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The Sky Is Full of Stars
Franklyn M. Branley, 1983, HarperTrophy Publishers, ISBN 0064450023.
Branley engages stargazers ages 4–8 in viewing and locating star pictures.

Constellations (Galaxy)
Gregory Vogt, 2002, Bridgestone Books, ISBN 0736813829
Children ages 4–8 can explore what constellations are and how to locate them, learn how to find the North Star, and discover why the North Star seems to behave differently than other stars. Images of constellations are paired with descriptive text. Also included are a hands-on constellation activity and a glossary of basic astronomy terms for young stargazers.

Once Upon a Starry Night: A Book of Constellations
Jacqueline Mitton, 2004, National Geographic, ISBN 0792263324
Children ages 5–9 will enjoy hearing the Greek myths related to several constellations. Each two-page spread presents a mythical figure using short text pieces and illustrations in glowing colors with foil stars.

American Indian Myths and Legends
Richard Erdoes and Alfonso Ortiz, 1985, Pantheon Books, ISBN 0394740181
Over 100 Native American stories are presented for children ages 8 and older, including the Wasco tale “Coyote Places the Stars,” another version of “Why Coyote Howls.”

There Once Was a Sky Full of Stars
Bob Crelin and Amie Ziner, 2003, Sky Publishers, ISBN 193155904X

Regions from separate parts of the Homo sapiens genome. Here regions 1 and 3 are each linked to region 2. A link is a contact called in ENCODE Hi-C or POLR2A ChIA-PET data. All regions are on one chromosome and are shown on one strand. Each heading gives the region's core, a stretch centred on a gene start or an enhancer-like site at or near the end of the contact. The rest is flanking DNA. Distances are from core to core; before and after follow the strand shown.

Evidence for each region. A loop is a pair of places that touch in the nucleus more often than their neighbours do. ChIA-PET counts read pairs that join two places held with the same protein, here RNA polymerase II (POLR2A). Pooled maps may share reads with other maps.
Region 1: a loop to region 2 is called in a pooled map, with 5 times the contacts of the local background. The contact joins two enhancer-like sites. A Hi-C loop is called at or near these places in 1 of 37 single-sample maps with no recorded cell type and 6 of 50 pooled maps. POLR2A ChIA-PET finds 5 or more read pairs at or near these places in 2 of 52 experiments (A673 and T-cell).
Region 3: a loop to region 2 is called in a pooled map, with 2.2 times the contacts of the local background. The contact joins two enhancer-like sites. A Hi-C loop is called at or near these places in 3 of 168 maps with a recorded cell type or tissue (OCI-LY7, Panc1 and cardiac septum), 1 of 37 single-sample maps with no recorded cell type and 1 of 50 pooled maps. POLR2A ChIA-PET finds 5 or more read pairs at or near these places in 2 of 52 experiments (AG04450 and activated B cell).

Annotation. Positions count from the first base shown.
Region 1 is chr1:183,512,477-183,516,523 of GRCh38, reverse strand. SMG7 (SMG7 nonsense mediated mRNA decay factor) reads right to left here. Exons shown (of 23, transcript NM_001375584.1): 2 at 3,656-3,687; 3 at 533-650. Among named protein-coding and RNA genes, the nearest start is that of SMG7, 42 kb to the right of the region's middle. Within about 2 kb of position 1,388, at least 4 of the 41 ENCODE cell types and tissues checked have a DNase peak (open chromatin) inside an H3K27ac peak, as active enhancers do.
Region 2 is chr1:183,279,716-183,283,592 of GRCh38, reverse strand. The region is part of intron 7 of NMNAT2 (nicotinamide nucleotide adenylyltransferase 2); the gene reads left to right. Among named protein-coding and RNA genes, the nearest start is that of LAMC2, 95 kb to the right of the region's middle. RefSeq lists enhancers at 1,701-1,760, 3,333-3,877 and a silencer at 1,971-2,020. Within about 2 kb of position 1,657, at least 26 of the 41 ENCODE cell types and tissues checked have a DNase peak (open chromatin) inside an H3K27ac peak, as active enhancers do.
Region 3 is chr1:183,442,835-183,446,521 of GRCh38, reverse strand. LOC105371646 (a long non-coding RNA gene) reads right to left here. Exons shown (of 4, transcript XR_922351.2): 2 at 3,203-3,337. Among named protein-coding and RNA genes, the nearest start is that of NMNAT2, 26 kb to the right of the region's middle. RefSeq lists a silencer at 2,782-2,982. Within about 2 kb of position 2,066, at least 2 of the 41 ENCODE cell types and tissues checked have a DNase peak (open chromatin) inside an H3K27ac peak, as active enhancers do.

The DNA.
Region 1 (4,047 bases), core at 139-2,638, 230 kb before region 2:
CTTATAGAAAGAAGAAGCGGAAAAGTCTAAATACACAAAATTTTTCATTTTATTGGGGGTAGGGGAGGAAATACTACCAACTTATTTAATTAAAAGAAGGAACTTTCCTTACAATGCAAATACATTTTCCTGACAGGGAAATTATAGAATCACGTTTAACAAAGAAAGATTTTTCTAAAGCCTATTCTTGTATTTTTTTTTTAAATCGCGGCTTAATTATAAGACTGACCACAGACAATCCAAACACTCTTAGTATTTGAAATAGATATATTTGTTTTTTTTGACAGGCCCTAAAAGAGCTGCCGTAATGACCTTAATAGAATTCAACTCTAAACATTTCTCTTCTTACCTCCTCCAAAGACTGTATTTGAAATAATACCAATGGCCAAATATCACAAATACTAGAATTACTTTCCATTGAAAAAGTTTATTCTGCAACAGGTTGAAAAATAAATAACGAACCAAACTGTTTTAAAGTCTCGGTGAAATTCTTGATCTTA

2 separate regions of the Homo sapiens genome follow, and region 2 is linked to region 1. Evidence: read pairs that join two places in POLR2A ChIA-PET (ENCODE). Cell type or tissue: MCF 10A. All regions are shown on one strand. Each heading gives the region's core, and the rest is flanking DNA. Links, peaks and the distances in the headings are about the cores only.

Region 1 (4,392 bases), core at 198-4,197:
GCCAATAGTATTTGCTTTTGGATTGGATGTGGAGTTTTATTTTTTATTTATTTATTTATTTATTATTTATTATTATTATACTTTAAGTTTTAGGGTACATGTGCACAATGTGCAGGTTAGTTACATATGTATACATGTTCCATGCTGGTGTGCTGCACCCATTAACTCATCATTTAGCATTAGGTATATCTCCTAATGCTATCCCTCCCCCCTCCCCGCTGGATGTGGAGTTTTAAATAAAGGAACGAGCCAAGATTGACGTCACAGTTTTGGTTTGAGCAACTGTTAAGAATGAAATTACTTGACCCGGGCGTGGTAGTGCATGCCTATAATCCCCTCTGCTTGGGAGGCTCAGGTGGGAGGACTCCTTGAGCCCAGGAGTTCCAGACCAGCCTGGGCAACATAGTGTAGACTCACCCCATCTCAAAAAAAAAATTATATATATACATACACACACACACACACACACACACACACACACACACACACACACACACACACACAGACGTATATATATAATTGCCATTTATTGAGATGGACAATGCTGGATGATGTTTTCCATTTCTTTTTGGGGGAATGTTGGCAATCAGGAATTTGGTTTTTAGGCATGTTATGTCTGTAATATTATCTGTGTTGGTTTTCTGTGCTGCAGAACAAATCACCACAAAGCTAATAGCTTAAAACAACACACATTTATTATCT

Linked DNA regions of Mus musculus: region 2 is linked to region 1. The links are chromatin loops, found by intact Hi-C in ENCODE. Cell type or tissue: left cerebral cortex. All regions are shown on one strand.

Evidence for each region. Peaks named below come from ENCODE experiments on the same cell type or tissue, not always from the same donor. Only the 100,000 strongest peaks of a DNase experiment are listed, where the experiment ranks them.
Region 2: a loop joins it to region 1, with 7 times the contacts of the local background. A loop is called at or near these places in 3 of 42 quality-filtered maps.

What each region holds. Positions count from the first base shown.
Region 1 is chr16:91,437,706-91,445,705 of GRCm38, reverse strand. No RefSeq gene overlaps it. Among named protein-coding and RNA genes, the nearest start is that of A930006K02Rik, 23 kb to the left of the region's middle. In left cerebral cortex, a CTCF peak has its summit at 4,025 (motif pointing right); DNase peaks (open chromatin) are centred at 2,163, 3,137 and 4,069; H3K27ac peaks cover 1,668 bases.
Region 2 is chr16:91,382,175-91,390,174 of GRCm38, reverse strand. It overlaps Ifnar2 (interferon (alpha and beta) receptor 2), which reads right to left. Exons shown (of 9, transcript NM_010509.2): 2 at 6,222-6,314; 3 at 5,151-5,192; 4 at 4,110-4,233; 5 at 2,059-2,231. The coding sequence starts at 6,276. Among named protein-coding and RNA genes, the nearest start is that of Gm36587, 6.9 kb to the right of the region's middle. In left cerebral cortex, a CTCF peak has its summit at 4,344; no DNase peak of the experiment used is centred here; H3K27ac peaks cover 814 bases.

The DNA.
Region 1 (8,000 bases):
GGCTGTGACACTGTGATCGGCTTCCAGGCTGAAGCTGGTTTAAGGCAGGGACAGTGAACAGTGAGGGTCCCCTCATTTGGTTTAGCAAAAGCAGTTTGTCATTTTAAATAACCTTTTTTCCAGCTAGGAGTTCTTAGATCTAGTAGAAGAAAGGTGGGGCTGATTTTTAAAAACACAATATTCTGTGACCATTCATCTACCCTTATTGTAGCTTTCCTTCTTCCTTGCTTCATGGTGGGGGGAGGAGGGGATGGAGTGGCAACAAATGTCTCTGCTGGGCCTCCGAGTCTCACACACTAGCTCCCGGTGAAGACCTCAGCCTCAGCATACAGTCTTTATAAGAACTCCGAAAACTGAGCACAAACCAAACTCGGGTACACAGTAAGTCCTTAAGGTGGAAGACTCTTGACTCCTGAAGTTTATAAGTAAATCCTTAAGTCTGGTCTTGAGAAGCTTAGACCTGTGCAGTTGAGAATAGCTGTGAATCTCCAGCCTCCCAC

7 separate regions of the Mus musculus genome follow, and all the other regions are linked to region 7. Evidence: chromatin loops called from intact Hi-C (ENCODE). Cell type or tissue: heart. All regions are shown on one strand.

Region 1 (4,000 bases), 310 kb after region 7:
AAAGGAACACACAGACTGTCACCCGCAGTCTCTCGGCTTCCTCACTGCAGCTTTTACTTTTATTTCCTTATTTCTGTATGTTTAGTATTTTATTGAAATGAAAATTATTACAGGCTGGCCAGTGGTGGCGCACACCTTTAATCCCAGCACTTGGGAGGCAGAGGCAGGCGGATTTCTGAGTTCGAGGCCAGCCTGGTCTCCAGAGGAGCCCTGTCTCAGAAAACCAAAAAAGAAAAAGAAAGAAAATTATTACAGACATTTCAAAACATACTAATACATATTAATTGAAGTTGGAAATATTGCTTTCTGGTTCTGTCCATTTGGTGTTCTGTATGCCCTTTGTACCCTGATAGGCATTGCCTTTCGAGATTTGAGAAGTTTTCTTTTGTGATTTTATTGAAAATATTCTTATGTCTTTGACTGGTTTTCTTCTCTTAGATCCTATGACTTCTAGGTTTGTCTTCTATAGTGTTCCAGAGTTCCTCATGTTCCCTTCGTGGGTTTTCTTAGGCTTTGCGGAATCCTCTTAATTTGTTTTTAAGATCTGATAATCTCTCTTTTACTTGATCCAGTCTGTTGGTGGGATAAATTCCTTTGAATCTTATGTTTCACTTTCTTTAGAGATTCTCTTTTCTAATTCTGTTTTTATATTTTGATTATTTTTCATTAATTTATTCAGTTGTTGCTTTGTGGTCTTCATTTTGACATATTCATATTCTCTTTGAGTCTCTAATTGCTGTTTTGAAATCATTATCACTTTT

Young children ages 8–11 discover the problem of light pollution and its effects on stargazing through a unique story about the beauty of the night sky.

Glow-In-The-Dark Constellations: A Field Guide for Young Stargazers
C. E. Thompson, 1999, Grosset & Dunlap, ISBN 0448412535
Ten northern hemisphere constellations are introduced to children ages 9–11. They will explore what constellations are, who named them, and their apparent motion in the sky with a two-page spread accompanying each constellation with information and glow-in-the-dark components.

Find the Constellations
H. A. Rey, 1976, Houghton Mifflin, ISBN 0395244188
Considered one of the best star and constellation guides for beginners, this book offers comprehensive explanations of sky watching essentials in an easy-to-understand format for ages 9–11.

Janice VanCleave’s Constellations for Every Kid: Easy Activities that Make Learning Science Fun (Science for Every Kid Series)
Janice VanCleave, 1997, Wiley, ISBN 0471159794
Children ages 9–11 investigate night sky concepts and constellations. Topics and activities include constructing an astrolabe, measuring azimuth and altitude, demonstrating precession, and simulating a dark nebula.

Tales of the Shimmering Sky: Ten Global Folktales With Activities
Susan Milord, 2003, Sagebrush Bound, ISBN 0613656210
Folktales from around the world explore stars and constellations. Activities and craft suggestions correspond to story themes in this colorful, well-illustrated book for children ages 9–11.

Seeing Stars: Shining Star Light: 10 Constellation Cards, Flashlight, and Book of Star Lore
Charles Hobson, 2001, Chronicle Books, ISBN 0811832058
Children ages 9–11 can create a starry night in a darkened room by shining the flashlight at the constellation cards provided in Hobson’s night sky kit. Included are 10 die-cut cards with the Greek mythological character on one side and the way the constellation actually appears on the other side. A handbook retells several Greek myths and tells how to locate the Great and Little Bears and Orion’s Belt.

Constellations (National Geographic My First Pocket Guides)
National Geographic, 2002, ISBN 07922694X
Young stargazers ages 9–11 are introduced to the myths of the constellations and the astronomy behind them in this field guide. Each constellation is presented through star maps and drawings.

Constellations Dot-to-Dot
Evan Kimble and Lael Kimble, 2001, Sterling, ISBN 0806923970